The northeast part of Brazil remains in the spotlight as drought-like conditions continue to affect the area. Brazil leans on areas outside the northeast portion for crops, but the area does contribute to the country’s agriculture.

Brazil checked in at 95% complete for soybean planting, and a good chunk of the country’s 5% unplanted area falls on the northeastern part of the country, according to Soybean and Crop Advisor.

READ MORE: Brazil's Soybean Planting Nears End, Asian Rust On Early Growth

The northeast possesses less of a role with crops because of drier conditions. The area generally has a later rainy season, but it’s been extended in 2019.

“That area’s been very dry this growing season, so far,” Mohler says. “It does look like they’re going to get some rain when you get out into early- to mid-January. The question there is, in the Northeast is, is it too late to help much? I think there’s going to be some improvement on the crops, but the dryness has been pretty hard on the crops in that area. Now, that’s only a small percentage of the total Brazilian crops out of that region, but that area’s been hit pretty hard with drought.”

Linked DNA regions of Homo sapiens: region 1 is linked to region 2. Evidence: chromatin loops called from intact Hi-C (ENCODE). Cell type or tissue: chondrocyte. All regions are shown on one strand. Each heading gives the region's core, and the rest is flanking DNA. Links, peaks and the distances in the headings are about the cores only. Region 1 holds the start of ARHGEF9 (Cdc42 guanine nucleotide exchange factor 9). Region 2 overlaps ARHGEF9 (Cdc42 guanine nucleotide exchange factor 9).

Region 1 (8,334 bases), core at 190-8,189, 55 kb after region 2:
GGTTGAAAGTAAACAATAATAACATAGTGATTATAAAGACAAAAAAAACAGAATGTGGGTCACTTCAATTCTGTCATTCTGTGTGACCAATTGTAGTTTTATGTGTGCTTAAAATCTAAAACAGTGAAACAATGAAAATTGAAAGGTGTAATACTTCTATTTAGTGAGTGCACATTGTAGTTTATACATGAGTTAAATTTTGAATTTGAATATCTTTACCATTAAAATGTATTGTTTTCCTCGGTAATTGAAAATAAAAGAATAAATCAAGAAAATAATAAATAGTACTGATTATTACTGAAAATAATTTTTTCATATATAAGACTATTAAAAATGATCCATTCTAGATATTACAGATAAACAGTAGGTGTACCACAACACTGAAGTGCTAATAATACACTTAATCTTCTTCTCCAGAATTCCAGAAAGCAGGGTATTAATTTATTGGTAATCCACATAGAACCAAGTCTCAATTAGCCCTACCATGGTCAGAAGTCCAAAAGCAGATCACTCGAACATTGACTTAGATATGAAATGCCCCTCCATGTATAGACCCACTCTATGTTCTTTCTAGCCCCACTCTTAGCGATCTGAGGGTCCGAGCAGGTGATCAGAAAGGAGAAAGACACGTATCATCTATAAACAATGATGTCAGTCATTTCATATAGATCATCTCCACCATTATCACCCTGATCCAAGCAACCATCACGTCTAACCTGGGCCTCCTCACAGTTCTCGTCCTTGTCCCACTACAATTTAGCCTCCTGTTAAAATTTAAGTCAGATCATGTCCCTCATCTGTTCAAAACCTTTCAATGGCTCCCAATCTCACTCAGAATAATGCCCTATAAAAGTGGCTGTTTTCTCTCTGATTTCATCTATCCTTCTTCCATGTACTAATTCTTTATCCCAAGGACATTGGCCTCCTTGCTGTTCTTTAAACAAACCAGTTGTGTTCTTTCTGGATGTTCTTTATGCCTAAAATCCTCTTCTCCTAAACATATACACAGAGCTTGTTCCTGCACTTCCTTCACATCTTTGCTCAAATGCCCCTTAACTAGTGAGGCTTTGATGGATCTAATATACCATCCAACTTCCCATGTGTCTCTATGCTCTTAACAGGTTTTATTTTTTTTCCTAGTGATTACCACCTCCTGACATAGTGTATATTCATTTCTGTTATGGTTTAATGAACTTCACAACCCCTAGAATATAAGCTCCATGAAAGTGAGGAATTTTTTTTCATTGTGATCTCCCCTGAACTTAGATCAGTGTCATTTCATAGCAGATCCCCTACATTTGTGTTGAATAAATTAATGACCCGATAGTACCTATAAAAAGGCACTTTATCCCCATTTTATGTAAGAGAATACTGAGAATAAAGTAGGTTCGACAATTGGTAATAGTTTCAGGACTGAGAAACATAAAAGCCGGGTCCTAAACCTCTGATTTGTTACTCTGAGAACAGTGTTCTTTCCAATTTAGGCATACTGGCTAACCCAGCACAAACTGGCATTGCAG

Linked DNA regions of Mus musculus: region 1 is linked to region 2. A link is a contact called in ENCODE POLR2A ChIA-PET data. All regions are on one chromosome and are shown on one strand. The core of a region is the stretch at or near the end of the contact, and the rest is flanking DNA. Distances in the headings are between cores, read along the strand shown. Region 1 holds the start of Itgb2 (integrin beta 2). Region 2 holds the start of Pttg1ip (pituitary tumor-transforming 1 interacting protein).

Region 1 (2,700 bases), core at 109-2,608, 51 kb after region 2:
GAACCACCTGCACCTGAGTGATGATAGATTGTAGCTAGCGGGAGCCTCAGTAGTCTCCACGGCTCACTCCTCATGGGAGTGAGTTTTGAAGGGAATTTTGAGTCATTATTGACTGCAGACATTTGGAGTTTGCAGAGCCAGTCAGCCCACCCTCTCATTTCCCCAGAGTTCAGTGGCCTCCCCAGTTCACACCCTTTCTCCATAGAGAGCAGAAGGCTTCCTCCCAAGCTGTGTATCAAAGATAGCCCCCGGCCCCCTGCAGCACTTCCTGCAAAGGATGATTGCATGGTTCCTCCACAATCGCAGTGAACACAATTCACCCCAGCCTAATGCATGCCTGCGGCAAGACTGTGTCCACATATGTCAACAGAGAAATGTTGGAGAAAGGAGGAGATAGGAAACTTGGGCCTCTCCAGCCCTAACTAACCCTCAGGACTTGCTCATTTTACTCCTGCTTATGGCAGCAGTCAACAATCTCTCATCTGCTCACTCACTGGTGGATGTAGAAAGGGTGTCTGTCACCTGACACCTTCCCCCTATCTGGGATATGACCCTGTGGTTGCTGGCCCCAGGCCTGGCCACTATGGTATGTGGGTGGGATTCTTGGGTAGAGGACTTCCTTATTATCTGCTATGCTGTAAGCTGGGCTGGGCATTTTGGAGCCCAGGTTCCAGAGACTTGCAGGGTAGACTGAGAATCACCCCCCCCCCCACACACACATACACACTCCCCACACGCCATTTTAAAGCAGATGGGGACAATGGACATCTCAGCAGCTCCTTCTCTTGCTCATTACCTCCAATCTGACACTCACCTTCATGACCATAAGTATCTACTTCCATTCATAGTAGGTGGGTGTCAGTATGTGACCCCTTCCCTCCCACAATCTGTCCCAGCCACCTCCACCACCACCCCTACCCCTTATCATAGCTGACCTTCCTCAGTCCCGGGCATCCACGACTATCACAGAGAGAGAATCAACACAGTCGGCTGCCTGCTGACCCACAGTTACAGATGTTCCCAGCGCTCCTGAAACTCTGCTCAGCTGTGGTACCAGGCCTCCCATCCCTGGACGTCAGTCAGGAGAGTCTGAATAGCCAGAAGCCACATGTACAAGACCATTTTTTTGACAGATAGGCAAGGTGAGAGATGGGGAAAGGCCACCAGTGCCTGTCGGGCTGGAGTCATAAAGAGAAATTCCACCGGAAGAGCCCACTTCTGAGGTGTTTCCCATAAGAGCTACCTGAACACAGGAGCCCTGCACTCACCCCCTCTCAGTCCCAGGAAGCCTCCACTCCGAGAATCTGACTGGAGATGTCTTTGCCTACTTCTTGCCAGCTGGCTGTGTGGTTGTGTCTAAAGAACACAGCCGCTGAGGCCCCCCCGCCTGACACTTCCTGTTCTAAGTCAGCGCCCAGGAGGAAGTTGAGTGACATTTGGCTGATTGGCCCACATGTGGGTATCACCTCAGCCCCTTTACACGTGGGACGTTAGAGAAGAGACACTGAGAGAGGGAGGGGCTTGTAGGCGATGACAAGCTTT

Outside of the dry northeast section, the rest of Brazil will also greet rainfall as 2019 ends and 2020 begins. 

The areas outside of the northeast consist of heavier agricultural areas and should pick up the slack if the northeast struggles with its yields.

“Favorable, very favorable,” Mohler says. “I think there’s a big enough area in Brazil that the weather’s been favorable that it’s just going to wipe out any crop deficits in the northeast corner, unless there’s something grown exclusively in the northeast, but certainly with soybeans and corn it’s not exclusive.”

The northeast part of Brazil also grows fruits and cocoa, according to

“I think Brazil’s in line for a pretty good crop year, at least for the grains – corn, beans,” Mohler says.

READ MORE: GRAIN-Soybeans Ease As Favorable Rains Head To Rival South American Suppliers